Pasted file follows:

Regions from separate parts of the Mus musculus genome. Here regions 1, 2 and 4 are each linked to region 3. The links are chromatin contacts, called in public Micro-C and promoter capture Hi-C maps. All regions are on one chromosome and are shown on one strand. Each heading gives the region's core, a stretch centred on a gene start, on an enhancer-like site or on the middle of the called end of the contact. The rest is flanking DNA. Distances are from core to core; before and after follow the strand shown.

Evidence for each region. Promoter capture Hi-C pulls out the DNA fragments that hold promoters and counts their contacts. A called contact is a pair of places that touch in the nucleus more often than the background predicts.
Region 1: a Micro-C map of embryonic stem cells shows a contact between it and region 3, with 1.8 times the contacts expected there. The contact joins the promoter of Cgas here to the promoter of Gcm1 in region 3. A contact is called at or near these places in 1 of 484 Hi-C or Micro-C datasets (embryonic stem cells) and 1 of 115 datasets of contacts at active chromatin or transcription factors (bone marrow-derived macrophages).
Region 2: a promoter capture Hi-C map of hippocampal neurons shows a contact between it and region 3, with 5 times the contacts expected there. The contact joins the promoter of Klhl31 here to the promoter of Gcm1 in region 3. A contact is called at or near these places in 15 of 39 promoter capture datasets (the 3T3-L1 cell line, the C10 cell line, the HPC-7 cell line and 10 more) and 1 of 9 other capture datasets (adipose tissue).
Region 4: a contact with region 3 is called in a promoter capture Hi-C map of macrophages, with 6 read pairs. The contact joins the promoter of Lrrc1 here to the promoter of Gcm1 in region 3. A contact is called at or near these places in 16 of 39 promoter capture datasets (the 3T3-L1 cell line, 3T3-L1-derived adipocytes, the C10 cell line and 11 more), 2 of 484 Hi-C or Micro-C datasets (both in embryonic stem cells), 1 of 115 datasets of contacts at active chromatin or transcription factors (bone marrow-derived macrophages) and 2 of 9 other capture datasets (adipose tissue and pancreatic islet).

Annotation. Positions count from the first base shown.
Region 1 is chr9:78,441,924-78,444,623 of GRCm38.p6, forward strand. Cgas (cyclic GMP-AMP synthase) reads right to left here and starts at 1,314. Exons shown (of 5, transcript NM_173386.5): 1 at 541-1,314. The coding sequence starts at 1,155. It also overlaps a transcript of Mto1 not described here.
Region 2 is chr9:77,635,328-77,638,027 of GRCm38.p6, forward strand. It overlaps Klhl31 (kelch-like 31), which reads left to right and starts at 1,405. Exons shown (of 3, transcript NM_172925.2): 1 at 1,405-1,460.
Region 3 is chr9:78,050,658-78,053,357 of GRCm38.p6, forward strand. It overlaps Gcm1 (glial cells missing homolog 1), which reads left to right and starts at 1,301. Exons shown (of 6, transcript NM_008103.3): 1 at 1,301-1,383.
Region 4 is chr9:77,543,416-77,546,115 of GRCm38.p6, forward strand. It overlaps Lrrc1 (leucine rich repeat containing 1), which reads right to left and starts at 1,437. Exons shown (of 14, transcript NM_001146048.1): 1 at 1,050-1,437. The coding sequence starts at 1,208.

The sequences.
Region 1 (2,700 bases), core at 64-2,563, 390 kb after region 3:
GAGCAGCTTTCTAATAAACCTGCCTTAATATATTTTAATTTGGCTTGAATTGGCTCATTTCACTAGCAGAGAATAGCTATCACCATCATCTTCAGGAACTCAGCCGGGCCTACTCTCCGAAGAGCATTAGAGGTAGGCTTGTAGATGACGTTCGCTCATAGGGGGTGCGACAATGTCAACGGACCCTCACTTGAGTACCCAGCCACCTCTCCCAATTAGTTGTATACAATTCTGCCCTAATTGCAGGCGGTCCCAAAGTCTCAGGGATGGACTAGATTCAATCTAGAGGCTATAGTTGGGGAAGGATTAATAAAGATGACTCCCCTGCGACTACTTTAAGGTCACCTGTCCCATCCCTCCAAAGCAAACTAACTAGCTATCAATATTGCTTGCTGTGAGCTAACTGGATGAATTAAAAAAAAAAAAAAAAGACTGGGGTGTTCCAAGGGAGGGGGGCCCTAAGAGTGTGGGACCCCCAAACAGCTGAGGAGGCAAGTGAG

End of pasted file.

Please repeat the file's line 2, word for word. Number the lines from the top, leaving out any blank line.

Evidence for each region. Promoter capture Hi-C pulls out the DNA fragments that hold promoters and counts their contacts. A called contact is a pair of places that touch in the nucleus more often than the background predicts.